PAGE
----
Selecting Landscape Plants
Multi-Season Interest

Sure, flowers are beautiful. They are exactly what most people associate with gardening. In fact, the common term is “flower beds and borders” which seems to disregard all the other points of interest to be found in them.

A simple rule is that, whenever you can find a plant that meets your major design criteria but also adds interest in other ways, you have a bonus. For most of our plants, flowers are the key factor followed a bit behind by foliage color or texture. However, many, many plants will reward us with multiple points of interest.

A. Bark Texture - The bark on certain trees such as the Kousa dogwood (Cornus kousa), Sycamore (Platanus occidentalis), paperbark maple (Acer griseum), several birches (Betula) and others add an interesting touch. Most of these have what is called exfoliating bark which means that small sections fall off revealing other colors below. Bark may also have a textural contrast from smooth, gray bark of the beech to coarse texture of the hickory tree.

B. Fall Color - Fall color is a primary way that many tree and shrub species extend their ornamental season. The dogwoods generally have a show of reddish to purple leaves in the fall. Of course the maples are noted for their displays especially by the sugar maple (Acer saccharrum) and red maple (Acer rubrum) species. Several viburnum (Viburnum) species of shrubs also display good, reddish fall color. There are many more plants with fall color available so do a little research to find ones that fit into your design.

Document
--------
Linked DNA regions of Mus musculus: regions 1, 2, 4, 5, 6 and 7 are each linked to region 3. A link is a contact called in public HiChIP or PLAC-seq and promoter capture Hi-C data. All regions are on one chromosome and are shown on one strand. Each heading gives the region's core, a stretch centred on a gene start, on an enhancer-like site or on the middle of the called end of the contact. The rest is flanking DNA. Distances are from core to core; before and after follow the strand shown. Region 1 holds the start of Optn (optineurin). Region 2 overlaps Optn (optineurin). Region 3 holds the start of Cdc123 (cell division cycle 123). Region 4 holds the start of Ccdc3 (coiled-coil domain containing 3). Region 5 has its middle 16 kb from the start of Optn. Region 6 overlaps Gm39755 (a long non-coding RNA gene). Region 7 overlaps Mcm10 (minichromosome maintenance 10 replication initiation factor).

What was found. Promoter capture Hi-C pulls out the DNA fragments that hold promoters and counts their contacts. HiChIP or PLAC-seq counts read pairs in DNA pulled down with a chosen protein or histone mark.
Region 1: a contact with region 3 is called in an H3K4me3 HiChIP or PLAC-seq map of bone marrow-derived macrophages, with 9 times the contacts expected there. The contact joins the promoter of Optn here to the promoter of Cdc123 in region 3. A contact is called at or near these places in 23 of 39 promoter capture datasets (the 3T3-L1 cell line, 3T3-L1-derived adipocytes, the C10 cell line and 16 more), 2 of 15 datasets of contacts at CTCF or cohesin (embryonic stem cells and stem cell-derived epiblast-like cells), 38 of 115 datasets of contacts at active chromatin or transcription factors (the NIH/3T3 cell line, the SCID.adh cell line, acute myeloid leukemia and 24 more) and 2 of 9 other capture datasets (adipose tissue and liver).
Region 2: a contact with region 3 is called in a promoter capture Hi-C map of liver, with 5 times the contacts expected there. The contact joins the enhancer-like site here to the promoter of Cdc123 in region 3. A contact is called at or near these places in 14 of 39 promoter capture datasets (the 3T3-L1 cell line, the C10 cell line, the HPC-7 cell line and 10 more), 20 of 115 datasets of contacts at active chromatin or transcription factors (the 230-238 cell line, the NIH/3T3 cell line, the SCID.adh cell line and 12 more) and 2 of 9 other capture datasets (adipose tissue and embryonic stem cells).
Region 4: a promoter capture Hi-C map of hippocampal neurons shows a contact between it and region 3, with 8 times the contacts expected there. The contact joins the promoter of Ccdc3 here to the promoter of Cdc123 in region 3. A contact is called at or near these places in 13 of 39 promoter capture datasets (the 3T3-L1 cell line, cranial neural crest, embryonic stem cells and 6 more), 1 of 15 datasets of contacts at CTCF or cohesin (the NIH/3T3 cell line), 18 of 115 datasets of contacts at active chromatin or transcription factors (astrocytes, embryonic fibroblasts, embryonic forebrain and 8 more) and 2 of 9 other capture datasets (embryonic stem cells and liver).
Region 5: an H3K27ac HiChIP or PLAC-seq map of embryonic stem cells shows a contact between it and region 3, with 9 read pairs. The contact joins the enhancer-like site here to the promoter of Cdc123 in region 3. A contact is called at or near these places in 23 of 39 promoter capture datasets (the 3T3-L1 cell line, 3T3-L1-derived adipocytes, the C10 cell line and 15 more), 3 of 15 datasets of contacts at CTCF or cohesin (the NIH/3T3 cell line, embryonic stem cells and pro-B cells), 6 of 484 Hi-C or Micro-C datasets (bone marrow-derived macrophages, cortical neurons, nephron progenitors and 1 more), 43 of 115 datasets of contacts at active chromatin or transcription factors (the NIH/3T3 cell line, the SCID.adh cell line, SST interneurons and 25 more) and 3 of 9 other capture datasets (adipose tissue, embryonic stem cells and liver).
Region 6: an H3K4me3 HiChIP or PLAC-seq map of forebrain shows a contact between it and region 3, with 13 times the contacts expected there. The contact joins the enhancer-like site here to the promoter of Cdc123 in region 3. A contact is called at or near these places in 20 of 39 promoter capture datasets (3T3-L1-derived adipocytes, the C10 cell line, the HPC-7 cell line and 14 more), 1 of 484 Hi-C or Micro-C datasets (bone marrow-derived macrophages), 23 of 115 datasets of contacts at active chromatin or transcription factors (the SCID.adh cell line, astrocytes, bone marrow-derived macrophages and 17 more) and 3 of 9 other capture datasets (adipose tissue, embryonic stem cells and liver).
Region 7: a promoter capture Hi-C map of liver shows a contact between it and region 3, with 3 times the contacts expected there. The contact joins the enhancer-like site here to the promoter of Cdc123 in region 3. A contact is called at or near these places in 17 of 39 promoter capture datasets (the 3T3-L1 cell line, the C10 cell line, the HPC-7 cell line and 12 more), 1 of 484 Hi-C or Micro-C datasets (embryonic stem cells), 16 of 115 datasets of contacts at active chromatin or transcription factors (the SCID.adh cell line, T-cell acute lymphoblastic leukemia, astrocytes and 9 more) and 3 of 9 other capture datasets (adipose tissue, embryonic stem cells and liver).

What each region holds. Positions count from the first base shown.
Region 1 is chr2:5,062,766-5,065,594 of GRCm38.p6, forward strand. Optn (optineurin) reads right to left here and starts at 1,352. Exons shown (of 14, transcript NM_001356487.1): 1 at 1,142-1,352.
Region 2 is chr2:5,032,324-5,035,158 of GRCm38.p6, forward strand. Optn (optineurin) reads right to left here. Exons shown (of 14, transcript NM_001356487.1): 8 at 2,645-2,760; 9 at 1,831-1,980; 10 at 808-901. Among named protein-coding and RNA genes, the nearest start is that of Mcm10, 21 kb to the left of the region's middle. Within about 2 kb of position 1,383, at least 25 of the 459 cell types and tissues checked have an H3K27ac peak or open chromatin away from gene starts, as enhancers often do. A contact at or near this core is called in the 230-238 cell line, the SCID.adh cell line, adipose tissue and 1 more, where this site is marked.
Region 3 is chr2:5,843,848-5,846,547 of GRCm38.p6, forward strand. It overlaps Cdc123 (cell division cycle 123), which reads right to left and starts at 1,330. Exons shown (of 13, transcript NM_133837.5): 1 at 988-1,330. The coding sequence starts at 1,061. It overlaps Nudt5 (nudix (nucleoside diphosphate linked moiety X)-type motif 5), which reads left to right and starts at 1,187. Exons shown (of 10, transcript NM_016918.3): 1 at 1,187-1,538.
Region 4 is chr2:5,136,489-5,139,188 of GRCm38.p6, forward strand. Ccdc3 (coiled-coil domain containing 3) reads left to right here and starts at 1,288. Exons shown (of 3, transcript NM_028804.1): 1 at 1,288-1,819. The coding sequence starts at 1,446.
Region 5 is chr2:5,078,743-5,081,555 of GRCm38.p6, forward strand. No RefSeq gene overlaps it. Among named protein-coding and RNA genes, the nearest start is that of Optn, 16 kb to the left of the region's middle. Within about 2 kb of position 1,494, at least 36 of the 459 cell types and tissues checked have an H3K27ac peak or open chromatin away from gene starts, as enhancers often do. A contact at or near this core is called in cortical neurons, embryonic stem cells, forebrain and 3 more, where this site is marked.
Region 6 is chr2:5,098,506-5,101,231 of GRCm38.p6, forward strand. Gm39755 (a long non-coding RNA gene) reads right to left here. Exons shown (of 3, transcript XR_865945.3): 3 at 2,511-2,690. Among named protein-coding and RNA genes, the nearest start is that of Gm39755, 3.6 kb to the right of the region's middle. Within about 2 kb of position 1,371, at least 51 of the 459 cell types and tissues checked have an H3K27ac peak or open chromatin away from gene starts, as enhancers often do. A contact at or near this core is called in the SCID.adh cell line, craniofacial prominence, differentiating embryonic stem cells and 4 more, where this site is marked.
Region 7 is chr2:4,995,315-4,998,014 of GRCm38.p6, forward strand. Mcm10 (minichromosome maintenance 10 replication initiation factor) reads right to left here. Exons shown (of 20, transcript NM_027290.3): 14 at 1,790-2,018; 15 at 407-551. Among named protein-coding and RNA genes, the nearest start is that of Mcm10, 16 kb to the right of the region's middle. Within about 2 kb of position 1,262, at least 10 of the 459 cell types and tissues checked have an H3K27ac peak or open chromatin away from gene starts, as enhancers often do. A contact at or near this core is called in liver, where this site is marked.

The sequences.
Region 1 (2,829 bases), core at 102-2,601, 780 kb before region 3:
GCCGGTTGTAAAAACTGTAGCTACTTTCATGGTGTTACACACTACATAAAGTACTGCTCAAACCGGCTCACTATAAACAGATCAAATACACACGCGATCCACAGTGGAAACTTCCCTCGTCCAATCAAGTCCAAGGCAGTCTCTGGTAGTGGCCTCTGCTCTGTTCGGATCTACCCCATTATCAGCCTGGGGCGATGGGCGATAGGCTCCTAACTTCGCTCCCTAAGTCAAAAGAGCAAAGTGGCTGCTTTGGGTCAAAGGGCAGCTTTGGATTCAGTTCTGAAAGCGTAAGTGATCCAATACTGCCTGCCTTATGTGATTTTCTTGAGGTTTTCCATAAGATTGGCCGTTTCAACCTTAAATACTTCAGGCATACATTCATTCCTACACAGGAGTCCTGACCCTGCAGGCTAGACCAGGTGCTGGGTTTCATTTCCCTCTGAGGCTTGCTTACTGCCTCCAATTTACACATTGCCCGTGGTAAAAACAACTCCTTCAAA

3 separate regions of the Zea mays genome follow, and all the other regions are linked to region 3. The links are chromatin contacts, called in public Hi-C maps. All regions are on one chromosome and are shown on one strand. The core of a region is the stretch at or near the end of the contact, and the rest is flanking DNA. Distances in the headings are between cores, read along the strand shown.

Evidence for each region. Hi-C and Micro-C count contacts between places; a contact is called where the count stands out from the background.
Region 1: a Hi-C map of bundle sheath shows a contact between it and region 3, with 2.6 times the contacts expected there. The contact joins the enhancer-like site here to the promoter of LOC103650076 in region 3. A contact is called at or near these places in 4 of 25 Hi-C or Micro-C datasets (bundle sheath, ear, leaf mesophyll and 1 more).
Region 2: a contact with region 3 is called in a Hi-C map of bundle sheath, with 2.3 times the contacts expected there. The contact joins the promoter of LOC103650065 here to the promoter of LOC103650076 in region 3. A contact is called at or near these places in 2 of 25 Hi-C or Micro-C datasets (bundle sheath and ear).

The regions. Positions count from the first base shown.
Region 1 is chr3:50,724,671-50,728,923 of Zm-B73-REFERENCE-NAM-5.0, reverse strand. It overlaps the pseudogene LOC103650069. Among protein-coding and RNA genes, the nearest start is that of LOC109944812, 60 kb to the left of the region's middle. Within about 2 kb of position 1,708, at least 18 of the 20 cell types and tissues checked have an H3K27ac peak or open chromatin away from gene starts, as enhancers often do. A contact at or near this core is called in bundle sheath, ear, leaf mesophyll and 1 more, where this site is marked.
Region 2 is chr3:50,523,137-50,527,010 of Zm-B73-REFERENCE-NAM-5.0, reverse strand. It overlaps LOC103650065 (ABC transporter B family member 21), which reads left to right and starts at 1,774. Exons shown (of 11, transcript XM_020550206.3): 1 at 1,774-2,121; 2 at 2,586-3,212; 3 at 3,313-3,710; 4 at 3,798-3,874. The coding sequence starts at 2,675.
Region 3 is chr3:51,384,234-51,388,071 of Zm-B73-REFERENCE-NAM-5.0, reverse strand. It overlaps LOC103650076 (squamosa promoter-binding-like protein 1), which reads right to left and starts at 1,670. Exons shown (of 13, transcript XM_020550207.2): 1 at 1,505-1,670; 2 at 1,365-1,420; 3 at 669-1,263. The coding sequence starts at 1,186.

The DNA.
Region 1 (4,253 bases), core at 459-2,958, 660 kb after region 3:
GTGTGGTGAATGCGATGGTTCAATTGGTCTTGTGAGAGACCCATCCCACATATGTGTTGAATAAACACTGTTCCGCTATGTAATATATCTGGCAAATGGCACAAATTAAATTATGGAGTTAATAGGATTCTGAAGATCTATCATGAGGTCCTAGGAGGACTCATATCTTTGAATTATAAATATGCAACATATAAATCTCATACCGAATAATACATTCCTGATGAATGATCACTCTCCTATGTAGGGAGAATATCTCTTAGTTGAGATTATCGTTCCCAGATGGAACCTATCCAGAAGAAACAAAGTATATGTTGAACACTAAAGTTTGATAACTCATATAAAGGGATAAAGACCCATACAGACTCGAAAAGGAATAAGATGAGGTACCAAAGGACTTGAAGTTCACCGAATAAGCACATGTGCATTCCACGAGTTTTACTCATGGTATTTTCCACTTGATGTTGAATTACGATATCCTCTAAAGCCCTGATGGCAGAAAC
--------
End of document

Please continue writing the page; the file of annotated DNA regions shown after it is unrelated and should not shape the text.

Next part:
C. Fruit and Seeds - Fruit is yet another way of adding a secondary ornamental display. Hollies (Ilex) may be tops on the list in this category although there are many others including crabapples (Malus), firethorn (Pyracantha), etc. Remember, that to have fruit on certain plants such as the hollies, you will need to have both a male and a female plant in close proximity.

The seed heads of ornamental grasses will extend the season well into and through the winter. For more discussion on this topic, refer to “A Rookie’s Guide to Designing Beds and Borders.”

Note: We have provided some general information and observations on this topic aimed at the home gardener. Before you take any serious action in your landscape, check with your state's land grant university's Cooperative Extension Service for the most current, appropriate, localized recommendations.

 

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